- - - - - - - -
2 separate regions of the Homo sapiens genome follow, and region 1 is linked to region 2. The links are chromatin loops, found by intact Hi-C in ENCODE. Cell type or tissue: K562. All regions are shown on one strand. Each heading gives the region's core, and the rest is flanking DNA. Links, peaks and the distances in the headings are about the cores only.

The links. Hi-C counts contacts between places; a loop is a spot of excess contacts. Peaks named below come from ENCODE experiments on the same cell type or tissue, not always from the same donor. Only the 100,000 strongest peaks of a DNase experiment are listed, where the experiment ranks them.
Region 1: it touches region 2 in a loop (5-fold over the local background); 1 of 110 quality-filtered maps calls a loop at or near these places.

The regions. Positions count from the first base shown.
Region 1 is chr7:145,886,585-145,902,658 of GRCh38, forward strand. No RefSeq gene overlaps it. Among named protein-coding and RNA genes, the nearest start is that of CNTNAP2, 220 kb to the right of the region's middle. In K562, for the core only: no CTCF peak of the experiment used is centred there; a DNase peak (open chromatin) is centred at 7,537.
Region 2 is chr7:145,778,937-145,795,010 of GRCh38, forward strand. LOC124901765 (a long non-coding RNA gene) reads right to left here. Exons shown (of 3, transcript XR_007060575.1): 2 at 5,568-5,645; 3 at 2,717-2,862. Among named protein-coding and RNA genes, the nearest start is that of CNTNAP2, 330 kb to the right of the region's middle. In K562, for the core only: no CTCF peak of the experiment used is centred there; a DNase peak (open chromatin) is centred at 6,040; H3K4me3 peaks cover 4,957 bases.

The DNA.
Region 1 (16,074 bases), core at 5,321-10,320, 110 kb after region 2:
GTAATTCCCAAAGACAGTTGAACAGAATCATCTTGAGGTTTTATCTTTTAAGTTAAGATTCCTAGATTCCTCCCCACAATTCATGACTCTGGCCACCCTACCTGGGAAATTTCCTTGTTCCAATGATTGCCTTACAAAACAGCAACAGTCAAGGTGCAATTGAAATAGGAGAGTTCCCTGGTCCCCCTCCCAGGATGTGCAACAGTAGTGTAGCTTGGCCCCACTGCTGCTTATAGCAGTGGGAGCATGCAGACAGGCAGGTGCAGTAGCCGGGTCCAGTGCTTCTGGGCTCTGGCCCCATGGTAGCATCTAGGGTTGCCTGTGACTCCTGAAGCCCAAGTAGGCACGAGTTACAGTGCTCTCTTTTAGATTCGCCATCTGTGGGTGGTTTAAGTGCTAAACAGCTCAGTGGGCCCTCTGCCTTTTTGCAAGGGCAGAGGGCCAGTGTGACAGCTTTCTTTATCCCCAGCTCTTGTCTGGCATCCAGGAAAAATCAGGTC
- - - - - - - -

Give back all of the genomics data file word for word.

2 separate regions of the Homo sapiens genome follow, and region 1 is linked to region 2. The links are chromatin loops, found by intact Hi-C in ENCODE. Cell type or tissue: K562. All regions are shown on one strand. Each heading gives the region's core, and the rest is flanking DNA. Links, peaks and the distances in the headings are about the cores only.

The links. Hi-C counts contacts between places; a loop is a spot of excess contacts. Peaks named below come from ENCODE experiments on the same cell type or tissue, not always from the same donor. Only the 100,000 strongest peaks of a DNase experiment are listed, where the experiment ranks them.
Region 1: it touches region 2 in a loop (5-fold over the local background); 1 of 110 quality-filtered maps calls a loop at or near these places.

The regions. Positions count from the first base shown.
Region 1 is chr7:145,886,585-145,902,658 of GRCh38, forward strand. No RefSeq gene overlaps it. Among named protein-coding and RNA genes, the nearest start is that of CNTNAP2, 220 kb to the right of the region's middle. In K562, for the core only: no CTCF peak of the experiment used is centred there; a DNase peak (open chromatin) is centred at 7,537.
Region 2 is chr7:145,778,937-145,795,010 of GRCh38, forward strand. LOC124901765 (a long non-coding RNA gene) reads right to left here. Exons shown (of 3, transcript XR_007060575.1): 2 at 5,568-5,645; 3 at 2,717-2,862. Among named protein-coding and RNA genes, the nearest start is that of CNTNAP2, 330 kb to the right of the region's middle. In K562, for the core only: no CTCF peak of the experiment used is centred there; a DNase peak (open chromatin) is centred at 6,040; H3K4me3 peaks cover 4,957 bases.

The DNA.
Region 1 (16,074 bases), core at 5,321-10,320, 110 kb after region 2:
GTAATTCCCAAAGACAGTTGAACAGAATCATCTTGAGGTTTTATCTTTTAAGTTAAGATTCCTAGATTCCTCCCCACAATTCATGACTCTGGCCACCCTACCTGGGAAATTTCCTTGTTCCAATGATTGCCTTACAAAACAGCAACAGTCAAGGTGCAATTGAAATAGGAGAGTTCCCTGGTCCCCCTCCCAGGATGTGCAACAGTAGTGTAGCTTGGCCCCACTGCTGCTTATAGCAGTGGGAGCATGCAGACAGGCAGGTGCAGTAGCCGGGTCCAGTGCTTCTGGGCTCTGGCCCCATGGTAGCATCTAGGGTTGCCTGTGACTCCTGAAGCCCAAGTAGGCACGAGTTACAGTGCTCTCTTTTAGATTCGCCATCTGTGGGTGGTTTAAGTGCTAAACAGCTCAGTGGGCCCTCTGCCTTTTTGCAAGGGCAGAGGGCCAGTGTGACAGCTTTCTTTATCCCCAGCTCTTGTCTGGCATCCAGGAAAAATCAGGTC